in a deckchair when camped without leccy hookup.

+1
Automotive AC runs directly off the engine such is the power required.
Such AC can be retro-fitted but not cheap.
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David wrote:

To get some idea of the overall feasibility, what is the actual power demand from the aircon?
Chris
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Chris J Dixon Nottingham UK
snipped-for-privacy@cdixon.me.uk
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On Fri, 26 Feb 2016 10:59:07 +0000, David wrote:

The handbook is not entirely clear. *<shock>*
The unit is an Electrolux Blizzard B1500.
The technical data includes:
Cooling consumption 715 watts Heating capacity 800 watts.
Looking at the manual it seems that the unit is not designed to be used as a heat pump when blowing warm air (as you might expect) but has a small heating element - so from the data it looks to be an 800 watt fan heater (less a small deduction for the power to turn the fan).
The 715 watts may be the maximum start up for the compressor, or may be the average after the compressor has started.
Google isn't helping me much so far (apart from several links about the heater giving of a burning smell then stopping working) but there is one foreign link which related the "1500" in the brand name to 1.5kW. The fuse recommended is a 10 amp slow blow, so good for up to about 2.5kW, which may hint at the expected starting load.
I suppose what I really need is a power meter of some sort to accurately measure the power draw when it is fired up via the mains.
Can anyone recommend a reasonably priced meter which can do this sort of thing?
Amazon offers plug in meters from about £7 upwards - to about £55.
In this case I won't be looking for milliwatt accuracy, but who knows what I might need to check in the future.
Oh, and the generator is rated at 450 watts normal 550 watts maximum at 50Hz. It is badged as a 650W generator as this is the maximum output at 60Hz.
Assuming that the real draw from the A/C is 715W then the generator couldn't run it stand alone, but could supply a reasonable percentage of the power.
Cheers
Dave R
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Windows 8.1 on PCSpecialist box

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On Friday, 26 February 2016 12:29:55 UTC, David wrote:

That might be for 110 volt? Or it might refer to cooling capacity of 1500 watts, with electrical consumption of 715 watts, which would be a coefficient of performance (COP) of about 2 which sounds reasonable for a small heat pump.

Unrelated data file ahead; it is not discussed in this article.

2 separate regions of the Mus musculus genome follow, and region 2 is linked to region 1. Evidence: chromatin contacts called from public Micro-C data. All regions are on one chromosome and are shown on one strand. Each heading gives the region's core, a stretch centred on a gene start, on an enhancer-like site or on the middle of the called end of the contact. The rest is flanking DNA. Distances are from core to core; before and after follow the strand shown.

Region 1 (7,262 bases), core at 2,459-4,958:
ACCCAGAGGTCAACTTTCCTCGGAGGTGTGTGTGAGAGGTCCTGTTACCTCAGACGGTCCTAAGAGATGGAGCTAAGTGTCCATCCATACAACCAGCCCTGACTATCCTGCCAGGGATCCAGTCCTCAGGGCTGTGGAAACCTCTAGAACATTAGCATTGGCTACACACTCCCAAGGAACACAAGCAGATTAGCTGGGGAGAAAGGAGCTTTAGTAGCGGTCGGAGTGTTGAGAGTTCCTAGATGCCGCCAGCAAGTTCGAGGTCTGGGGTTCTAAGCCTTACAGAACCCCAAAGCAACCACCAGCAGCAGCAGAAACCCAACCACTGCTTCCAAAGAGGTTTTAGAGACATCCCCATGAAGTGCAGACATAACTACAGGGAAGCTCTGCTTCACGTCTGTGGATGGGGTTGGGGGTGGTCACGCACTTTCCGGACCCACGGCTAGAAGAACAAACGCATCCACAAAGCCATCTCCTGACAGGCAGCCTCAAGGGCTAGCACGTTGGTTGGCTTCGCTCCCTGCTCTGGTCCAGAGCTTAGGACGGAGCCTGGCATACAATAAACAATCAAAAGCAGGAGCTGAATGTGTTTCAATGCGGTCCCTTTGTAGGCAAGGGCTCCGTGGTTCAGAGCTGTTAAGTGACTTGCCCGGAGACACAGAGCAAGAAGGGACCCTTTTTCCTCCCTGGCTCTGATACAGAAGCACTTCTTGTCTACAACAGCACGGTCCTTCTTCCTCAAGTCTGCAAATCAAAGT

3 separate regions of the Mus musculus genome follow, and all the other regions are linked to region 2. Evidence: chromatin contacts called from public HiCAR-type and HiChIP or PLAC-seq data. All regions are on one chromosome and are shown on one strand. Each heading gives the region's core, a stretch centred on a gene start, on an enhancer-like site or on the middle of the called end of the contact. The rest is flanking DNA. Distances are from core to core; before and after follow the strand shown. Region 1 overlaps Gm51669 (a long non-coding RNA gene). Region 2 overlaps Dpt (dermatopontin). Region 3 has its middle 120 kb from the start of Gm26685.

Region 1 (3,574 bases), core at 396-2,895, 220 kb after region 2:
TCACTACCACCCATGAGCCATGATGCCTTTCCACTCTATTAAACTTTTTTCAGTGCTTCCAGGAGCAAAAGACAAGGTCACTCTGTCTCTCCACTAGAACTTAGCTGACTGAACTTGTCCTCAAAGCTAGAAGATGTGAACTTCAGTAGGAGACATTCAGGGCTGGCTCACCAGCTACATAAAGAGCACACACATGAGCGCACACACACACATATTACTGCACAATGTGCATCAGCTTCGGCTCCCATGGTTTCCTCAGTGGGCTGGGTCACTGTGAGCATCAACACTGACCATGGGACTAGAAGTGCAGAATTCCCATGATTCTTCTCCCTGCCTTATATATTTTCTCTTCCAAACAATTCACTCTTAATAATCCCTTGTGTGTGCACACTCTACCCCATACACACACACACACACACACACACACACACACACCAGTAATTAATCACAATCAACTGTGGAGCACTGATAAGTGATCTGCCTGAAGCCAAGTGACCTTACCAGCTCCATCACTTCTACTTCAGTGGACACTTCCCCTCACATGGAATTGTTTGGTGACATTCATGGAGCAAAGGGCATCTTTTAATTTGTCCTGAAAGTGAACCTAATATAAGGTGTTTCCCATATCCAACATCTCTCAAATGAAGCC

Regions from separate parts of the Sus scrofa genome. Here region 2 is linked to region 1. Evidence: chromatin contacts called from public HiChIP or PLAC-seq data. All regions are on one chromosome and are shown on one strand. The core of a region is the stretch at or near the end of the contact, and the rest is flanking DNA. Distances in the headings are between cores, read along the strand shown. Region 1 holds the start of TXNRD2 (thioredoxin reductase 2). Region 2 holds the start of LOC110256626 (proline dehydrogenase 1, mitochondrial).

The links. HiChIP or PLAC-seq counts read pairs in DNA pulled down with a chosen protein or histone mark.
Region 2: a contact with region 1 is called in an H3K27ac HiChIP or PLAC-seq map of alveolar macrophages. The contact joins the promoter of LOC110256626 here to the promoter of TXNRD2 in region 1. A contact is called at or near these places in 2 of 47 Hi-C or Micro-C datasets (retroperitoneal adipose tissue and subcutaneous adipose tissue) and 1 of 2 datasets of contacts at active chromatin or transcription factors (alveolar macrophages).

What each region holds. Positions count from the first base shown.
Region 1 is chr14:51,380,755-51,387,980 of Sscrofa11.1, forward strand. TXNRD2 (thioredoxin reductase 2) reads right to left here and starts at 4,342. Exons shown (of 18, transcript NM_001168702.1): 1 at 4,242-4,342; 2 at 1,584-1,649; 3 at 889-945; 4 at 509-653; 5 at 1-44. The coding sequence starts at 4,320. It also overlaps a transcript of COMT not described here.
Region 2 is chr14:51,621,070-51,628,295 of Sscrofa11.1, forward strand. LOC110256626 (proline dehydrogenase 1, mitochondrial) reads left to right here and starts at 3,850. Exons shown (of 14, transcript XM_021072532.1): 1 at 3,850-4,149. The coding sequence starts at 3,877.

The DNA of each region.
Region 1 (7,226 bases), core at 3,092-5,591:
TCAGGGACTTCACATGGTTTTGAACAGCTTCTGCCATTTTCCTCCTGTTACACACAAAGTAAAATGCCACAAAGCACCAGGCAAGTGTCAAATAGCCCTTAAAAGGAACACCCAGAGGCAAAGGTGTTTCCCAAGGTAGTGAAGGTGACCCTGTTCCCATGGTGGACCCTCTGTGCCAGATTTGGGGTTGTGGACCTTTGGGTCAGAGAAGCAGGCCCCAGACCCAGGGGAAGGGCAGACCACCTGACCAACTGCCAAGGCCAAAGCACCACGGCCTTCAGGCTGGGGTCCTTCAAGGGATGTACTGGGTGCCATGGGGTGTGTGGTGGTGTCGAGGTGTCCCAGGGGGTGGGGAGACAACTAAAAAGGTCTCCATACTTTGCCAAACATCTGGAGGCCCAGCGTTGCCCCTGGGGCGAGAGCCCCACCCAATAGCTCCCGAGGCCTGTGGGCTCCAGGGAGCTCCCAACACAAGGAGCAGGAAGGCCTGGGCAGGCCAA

Owain
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On Fri, 26 Feb 2016 05:17:40 -0800, spuorgelgoog wrote:

Thanks - another bit of the data says that it is 230 volts at 50Hz.
Cheers
Dave R
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David wrote:

Whatever scheme you use you need the VA requirements of the compressor NOT the watts to get an inverter or genny to power it. You also need to be able to source the Starting VA of the compressor which will be far higher than the running figure by several times.
One way to estimate pk current is to look at the rating of the fuse and knock off a little.
You will soon see the requirements are far too high for a toy genny or a battery.
Basically this is a non starter. Forget it.
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Startup will be much more. 120W fridge/freezer compressor draws around 3kW starting (and 3kW for longer when trying to start with a locked rotor due to trying to start too quickly after stopping).
My home aircon is 1200W power consumption, and that draws over 4kW (max my power meter reads) when trying to start against a locked rotor for a few seconds before giving up and retrying after a timeout. The momentary starting load when it does start properly will be the same, but for too short a time for normal power meters to measure.

You can't combine the output of multiple AC power sources unless they are explicitly designed to sync their output waveforms (a bit like solar panel inverters).
Also, when sizing power sources for loads like this, you need to use the VA rating, not the watts rating. (A decent power meter will tell you the VA load - it will be more than the power consumption.) You probably also want a pure sine wave inverter - inductives load often don't like the stepped output which most inverters produce. (Pure sine wave inverters are now much more viable than they used to be, most being class D amplifier outputs, i.e. switched-mode power supplies at a much higher frequency to generate the sine wave output.